"One more point is the predominance of the Shizoku or military class. They have been and still are the very brains of the Japanese people. Though they are not usually well off in material wealth, they are superior intellectually and morally. Christians in other missionary fields are usually from the lower classes. In India the Brahmins rarely become Christians, neither do the literary class in China. But in Japan the Shizoku class take a lead.
"These peculiarities in the constituency of the membership of Christian churches in Japan may be accounted for by the simple fact that the males, the young and the Shizoku classes are most accessible. The Shizoku class, as a body, has had hitherto almost no religion, and they have been mostly Confucianists. By the last revolution they lost their profession as well as their means of support, and thus they are all unsettled in life, and so accessible to every kind of new influence and truth. Young people have also no settled opinions and are open to new influences and thus accessible to new truth. And so it is with men as compared with women. They are generally more progressive, and hence more accessible....
"As the Japanese Christian population is of such a constituency, the native Christians are more progressive, more active, more able to stand on their own feet, and more capable of establishing self-supporting churches. But this strength is also their weakness. They are more liable to be drifted, more apt to be changed and more disposed to be flippant.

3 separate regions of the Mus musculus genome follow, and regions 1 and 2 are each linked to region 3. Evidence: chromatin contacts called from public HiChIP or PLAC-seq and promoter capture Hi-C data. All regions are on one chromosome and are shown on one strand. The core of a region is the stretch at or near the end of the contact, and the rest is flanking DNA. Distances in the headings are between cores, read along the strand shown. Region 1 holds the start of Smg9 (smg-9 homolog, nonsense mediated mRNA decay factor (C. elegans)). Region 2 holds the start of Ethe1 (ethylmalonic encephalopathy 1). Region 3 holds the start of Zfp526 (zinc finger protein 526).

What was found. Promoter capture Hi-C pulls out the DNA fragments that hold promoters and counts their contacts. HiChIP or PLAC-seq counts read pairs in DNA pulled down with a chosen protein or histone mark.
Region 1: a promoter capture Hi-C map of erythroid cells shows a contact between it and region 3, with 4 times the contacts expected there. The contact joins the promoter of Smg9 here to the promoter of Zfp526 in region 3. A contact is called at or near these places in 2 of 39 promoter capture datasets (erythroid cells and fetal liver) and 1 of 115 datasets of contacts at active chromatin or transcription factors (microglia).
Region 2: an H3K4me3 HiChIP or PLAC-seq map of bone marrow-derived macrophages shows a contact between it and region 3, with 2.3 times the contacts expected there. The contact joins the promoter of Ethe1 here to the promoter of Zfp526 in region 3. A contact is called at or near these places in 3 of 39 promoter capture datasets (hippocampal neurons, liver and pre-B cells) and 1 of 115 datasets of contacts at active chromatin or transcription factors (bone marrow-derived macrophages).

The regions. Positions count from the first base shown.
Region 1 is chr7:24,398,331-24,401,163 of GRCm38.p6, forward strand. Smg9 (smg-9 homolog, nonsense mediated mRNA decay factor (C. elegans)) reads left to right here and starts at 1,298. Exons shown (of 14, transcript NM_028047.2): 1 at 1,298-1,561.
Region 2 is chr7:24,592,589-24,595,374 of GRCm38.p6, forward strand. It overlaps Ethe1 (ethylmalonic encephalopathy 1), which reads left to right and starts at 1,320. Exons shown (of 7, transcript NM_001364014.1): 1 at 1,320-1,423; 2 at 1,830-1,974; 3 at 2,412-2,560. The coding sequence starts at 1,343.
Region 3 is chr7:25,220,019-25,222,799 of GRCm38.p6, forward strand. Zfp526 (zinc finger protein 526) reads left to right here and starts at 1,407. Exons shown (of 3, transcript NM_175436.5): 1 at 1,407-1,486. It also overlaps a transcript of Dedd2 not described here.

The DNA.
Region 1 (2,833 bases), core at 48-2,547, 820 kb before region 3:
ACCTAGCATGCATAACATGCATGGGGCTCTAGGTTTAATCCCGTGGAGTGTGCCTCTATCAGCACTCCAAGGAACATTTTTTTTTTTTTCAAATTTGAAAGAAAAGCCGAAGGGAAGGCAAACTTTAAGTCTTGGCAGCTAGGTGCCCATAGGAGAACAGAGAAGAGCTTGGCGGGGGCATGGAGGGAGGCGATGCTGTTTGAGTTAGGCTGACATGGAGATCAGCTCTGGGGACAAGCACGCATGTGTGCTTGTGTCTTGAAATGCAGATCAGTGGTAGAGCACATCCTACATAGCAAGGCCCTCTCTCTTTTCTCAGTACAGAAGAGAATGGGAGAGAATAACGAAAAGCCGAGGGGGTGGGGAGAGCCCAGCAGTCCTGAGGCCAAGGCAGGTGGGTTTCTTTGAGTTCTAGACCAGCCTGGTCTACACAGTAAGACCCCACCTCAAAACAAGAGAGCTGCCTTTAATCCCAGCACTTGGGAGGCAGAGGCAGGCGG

"The next peculiar feature of Japanese Christianity is lack of sectarian or denominational spirit. About thirty different denominations of Protestant churches, represented by about an equal number of missionary boards, are on the field, each teaching its own peculiar tenets. But they are making very little impression on our Christians....We have been having, at first annually, but lately once in three years, what was called "Dai Shin Baku Kwai," which was afterward changed into the Evangelical Alliance, the meeting of all Christians in Japan, irrespective of denominations or churches--the most popular and interesting we have. Again, Japanese Christians did not know any distinction of denominations or churches. But when they found out that there are many different folds, and that one belongs to his denomination, not by his own choice, but simply by chance or circumstance which could in no way be controlled, there is no wonder that these Christians begin to ask: Why should not we, all Christians, unite in one church?
"The union movement in Japan rose at first in some such way. Though we have now lost much of this simple spirit, still, Japanese Christians are essentially undenominational. You may see that the church which adopted Presbyterian forms of government refused to be called 'Presbyterians' or 'Reformed,' and adopted the broad name 'Itschi,' the 'United;' but, not content even with this broad name, it has recently changed it to a still broader name, 'Nippon Kinisuto Kio Kwai,'--'The Church of Christ in Japan.'